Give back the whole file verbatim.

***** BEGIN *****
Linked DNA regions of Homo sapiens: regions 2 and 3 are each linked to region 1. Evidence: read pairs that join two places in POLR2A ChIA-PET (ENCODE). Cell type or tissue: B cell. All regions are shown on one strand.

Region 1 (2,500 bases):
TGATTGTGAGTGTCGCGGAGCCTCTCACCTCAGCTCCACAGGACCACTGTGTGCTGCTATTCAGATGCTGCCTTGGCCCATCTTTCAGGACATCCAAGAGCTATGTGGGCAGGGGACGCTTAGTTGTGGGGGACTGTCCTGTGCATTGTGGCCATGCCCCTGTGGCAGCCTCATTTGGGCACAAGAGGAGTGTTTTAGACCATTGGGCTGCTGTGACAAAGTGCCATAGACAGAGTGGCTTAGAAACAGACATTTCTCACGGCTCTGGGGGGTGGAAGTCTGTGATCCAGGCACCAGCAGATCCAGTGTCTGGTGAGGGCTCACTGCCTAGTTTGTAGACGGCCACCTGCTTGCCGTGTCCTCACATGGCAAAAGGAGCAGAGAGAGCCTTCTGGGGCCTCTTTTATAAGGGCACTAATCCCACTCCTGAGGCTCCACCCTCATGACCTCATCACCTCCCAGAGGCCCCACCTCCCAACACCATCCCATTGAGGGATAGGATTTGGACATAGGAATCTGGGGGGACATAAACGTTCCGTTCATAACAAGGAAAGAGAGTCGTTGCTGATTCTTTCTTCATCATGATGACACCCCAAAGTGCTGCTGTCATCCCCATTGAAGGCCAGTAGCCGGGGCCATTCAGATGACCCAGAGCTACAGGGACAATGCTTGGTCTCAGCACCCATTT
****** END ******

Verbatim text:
Linked DNA regions of Homo sapiens: regions 2 and 3 are each linked to region 1. Evidence: read pairs that join two places in POLR2A ChIA-PET (ENCODE). Cell type or tissue: B cell. All regions are shown on one strand.

Region 1 (2,500 bases):
TGATTGTGAGTGTCGCGGAGCCTCTCACCTCAGCTCCACAGGACCACTGTGTGCTGCTATTCAGATGCTGCCTTGGCCCATCTTTCAGGACATCCAAGAGCTATGTGGGCAGGGGACGCTTAGTTGTGGGGGACTGTCCTGTGCATTGTGGCCATGCCCCTGTGGCAGCCTCATTTGGGCACAAGAGGAGTGTTTTAGACCATTGGGCTGCTGTGACAAAGTGCCATAGACAGAGTGGCTTAGAAACAGACATTTCTCACGGCTCTGGGGGGTGGAAGTCTGTGATCCAGGCACCAGCAGATCCAGTGTCTGGTGAGGGCTCACTGCCTAGTTTGTAGACGGCCACCTGCTTGCCGTGTCCTCACATGGCAAAAGGAGCAGAGAGAGCCTTCTGGGGCCTCTTTTATAAGGGCACTAATCCCACTCCTGAGGCTCCACCCTCATGACCTCATCACCTCCCAGAGGCCCCACCTCCCAACACCATCCCATTGAGGGATAGGATTTGGACATAGGAATCTGGGGGGACATAAACGTTCCGTTCATAACAAGGAAAGAGAGTCGTTGCTGATTCTTTCTTCATCATGATGACACCCCAAAGTGCTGCTGTCATCCCCATTGAAGGCCAGTAGCCGGGGCCATTCAGATGACCCAGAGCTACAGGGACAATGCTTGGTCTCAGCACCCATTT